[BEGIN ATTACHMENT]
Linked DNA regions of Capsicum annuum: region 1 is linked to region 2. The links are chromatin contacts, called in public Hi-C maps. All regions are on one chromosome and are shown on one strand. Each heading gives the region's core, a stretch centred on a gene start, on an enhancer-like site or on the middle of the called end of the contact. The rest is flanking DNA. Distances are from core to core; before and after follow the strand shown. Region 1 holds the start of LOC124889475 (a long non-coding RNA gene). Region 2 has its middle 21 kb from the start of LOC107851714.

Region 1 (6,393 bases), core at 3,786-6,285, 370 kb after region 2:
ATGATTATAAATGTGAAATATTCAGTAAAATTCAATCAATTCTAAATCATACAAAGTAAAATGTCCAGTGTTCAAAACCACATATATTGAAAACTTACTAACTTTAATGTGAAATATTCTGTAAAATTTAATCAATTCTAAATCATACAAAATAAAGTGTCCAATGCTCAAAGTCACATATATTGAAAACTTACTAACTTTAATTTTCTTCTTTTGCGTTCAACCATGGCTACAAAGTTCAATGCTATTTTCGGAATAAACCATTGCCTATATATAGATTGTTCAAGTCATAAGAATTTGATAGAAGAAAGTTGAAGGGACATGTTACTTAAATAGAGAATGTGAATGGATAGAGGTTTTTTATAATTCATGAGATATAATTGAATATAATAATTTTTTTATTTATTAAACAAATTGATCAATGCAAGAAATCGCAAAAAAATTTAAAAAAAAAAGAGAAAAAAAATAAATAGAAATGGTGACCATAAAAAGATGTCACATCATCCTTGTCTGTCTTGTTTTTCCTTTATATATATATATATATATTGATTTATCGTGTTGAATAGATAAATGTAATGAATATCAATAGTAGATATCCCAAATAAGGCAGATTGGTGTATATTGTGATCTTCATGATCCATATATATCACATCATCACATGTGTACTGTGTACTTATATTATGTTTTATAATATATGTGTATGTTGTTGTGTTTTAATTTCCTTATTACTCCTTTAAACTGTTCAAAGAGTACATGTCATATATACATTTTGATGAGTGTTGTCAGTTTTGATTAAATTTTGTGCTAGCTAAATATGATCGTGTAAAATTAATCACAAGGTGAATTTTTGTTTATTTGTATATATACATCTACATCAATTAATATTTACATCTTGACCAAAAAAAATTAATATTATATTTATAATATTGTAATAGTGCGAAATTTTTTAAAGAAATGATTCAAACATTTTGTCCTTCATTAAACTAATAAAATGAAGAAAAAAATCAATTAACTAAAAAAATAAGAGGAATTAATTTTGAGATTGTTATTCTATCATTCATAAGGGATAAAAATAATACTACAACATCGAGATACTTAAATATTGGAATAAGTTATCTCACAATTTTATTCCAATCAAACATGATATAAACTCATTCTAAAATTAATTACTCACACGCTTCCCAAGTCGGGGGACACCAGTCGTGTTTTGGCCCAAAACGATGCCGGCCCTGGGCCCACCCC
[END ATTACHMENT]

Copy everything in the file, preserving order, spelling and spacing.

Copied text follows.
Linked DNA regions of Capsicum annuum: region 1 is linked to region 2. The links are chromatin contacts, called in public Hi-C maps. All regions are on one chromosome and are shown on one strand. Each heading gives the region's core, a stretch centred on a gene start, on an enhancer-like site or on the middle of the called end of the contact. The rest is flanking DNA. Distances are from core to core; before and after follow the strand shown. Region 1 holds the start of LOC124889475 (a long non-coding RNA gene). Region 2 has its middle 21 kb from the start of LOC107851714.

Region 1 (6,393 bases), core at 3,786-6,285, 370 kb after region 2:
ATGATTATAAATGTGAAATATTCAGTAAAATTCAATCAATTCTAAATCATACAAAGTAAAATGTCCAGTGTTCAAAACCACATATATTGAAAACTTACTAACTTTAATGTGAAATATTCTGTAAAATTTAATCAATTCTAAATCATACAAAATAAAGTGTCCAATGCTCAAAGTCACATATATTGAAAACTTACTAACTTTAATTTTCTTCTTTTGCGTTCAACCATGGCTACAAAGTTCAATGCTATTTTCGGAATAAACCATTGCCTATATATAGATTGTTCAAGTCATAAGAATTTGATAGAAGAAAGTTGAAGGGACATGTTACTTAAATAGAGAATGTGAATGGATAGAGGTTTTTTATAATTCATGAGATATAATTGAATATAATAATTTTTTTATTTATTAAACAAATTGATCAATGCAAGAAATCGCAAAAAAATTTAAAAAAAAAAGAGAAAAAAAATAAATAGAAATGGTGACCATAAAAAGATGTCACATCATCCTTGTCTGTCTTGTTTTTCCTTTATATATATATATATATATTGATTTATCGTGTTGAATAGATAAATGTAATGAATATCAATAGTAGATATCCCAAATAAGGCAGATTGGTGTATATTGTGATCTTCATGATCCATATATATCACATCATCACATGTGTACTGTGTACTTATATTATGTTTTATAATATATGTGTATGTTGTTGTGTTTTAATTTCCTTATTACTCCTTTAAACTGTTCAAAGAGTACATGTCATATATACATTTTGATGAGTGTTGTCAGTTTTGATTAAATTTTGTGCTAGCTAAATATGATCGTGTAAAATTAATCACAAGGTGAATTTTTGTTTATTTGTATATATACATCTACATCAATTAATATTTACATCTTGACCAAAAAAAATTAATATTATATTTATAATATTGTAATAGTGCGAAATTTTTTAAAGAAATGATTCAAACATTTTGTCCTTCATTAAACTAATAAAATGAAGAAAAAAATCAATTAACTAAAAAAATAAGAGGAATTAATTTTGAGATTGTTATTCTATCATTCATAAGGGATAAAAATAATACTACAACATCGAGATACTTAAATATTGGAATAAGTTATCTCACAATTTTATTCCAATCAAACATGATATAAACTCATTCTAAAATTAATTACTCACACGCTTCCCAAGTCGGGGGACACCAGTCGTGTTTTGGCCCAAAACGATGCCGGCCCTGGGCCCACCCC